Growing the Mighty Texas Redbud - The Bend Magazine

Growing the Mighty Texas Redbud

Spring flowers, summer shade and fall colors, all in one tree—growing the Texas Redbud in the Coastal Bend.

The Texas Redbud makes a magnificent specimen tree in your landscape. This small, deciduous tree offers a stunning splash of magenta blooms to usher in spring in the Coastal Bend.

A native to Texas, the redbud tree typically flowers in February or March to create a brilliant show that lasts around two weeks. These blooms serve as much-needed nectar sources for pollinators. May is a great month to plant the redbud so it can establish its roots during the warm weather.

Heart-shaped leaves emerge as the second act of the redbud show, and offer shade during the hot summer months. These leaves often turn yellow in the fall and add lovely autumn colors to your landscape before falling for winter. A purple seed pod, around four inches long, remains on the tree during winter to provide sustenance to numerous bird species.

Redbud Varieties:

Texas Redbud: The leaves are rounder, thicker and glossier than other varieties. They are highly drought- and heat-tolerant.

Eastern Redbud: As the least adapted variety to the heat and drought conditions of the Coastal Bend, the Eastern redbud is better planted in East Texas.

Mexican Redbud: Offering the most drought and heat tolerance, this is the most native variety to the Coastal Bend.

Although more difficult to grow in our area, the “Traveler” Redbud: is a weeping variety, and the Texas (aka Royal) White Redbud offers beautiful, white blooms.

Growing Up

Spacing, 10’ to 20’. Height, 15’ to 20’. Requires a minimum of 6 to 8 hours of direct sunlight per day. Enjoys partial shade, especially as an understory tree. Rich, well-drained soil with plenty of organic compost. Dig a hole twice as wide as the diameter of the container it comes in. Plant to the depth of the soil line on the trunk. Add a 5-inch layer of native mulch around the base to the drip line. Water as needed until established.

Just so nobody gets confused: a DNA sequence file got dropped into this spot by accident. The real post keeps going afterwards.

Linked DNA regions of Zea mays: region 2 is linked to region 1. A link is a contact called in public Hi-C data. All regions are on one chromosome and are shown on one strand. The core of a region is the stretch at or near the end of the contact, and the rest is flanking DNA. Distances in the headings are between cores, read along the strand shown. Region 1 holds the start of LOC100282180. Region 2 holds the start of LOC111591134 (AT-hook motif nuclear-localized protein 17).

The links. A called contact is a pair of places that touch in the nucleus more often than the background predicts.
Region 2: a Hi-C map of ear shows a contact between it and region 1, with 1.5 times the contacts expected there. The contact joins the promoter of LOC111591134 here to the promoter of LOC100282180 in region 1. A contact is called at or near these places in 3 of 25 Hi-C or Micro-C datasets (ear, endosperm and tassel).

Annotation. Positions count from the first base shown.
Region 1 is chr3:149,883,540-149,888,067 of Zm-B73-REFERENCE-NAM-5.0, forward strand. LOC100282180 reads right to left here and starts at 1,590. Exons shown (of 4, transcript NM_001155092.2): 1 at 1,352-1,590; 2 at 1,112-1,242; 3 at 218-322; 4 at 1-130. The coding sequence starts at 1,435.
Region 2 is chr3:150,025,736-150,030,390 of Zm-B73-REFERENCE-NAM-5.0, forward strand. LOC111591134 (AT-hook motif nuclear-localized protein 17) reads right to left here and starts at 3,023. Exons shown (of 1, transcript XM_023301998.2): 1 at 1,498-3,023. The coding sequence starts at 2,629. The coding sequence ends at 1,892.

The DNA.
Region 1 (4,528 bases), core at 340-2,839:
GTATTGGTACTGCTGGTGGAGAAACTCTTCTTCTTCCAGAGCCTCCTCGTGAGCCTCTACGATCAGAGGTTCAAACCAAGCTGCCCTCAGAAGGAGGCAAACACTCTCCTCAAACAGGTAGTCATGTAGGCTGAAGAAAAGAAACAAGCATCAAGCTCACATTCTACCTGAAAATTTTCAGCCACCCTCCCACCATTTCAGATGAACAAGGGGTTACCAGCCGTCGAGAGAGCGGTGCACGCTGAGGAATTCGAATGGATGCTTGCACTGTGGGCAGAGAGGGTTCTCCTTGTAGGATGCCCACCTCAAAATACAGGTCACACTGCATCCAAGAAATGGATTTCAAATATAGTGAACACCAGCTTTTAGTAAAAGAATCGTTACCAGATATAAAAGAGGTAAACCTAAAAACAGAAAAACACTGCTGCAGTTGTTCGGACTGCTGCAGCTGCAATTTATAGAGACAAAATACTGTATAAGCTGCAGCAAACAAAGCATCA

Prune gently after flowering; remove any damaged or diseased limbs. Can shape into multi-trunked shrub or tree shape. Disease resistant; caterpillars can be a problem. Hand-pick caterpillars and remove, or spray Bt over and beneath leaves at dusk until caterpillars are gone. Add organic fertilizer and soil amendments each spring and fall by broadcasting pastured poultry manure and homemade wood ash around the base of the tree to the drip line.

Fun Facts

The blossoms of redbuds are edible and delicious. Toss fresh redbud flowers into salads or use as a garnish. To make Texas redbud tea, boil the flower petals in water and let sit overnight before straining. To make redbud jelly, boil this tea with sugar, lemon juice and pectin, then pour into jars and let sit in the refrigerator overnight. Redbud jelly makes a great gift to share the flavor of the Coastal Bend!   

Looking for more Gardening? Check out Growing Jasmine Blooms in Your Coastal Bend Garden or Growing Melons in the Coastal Bend.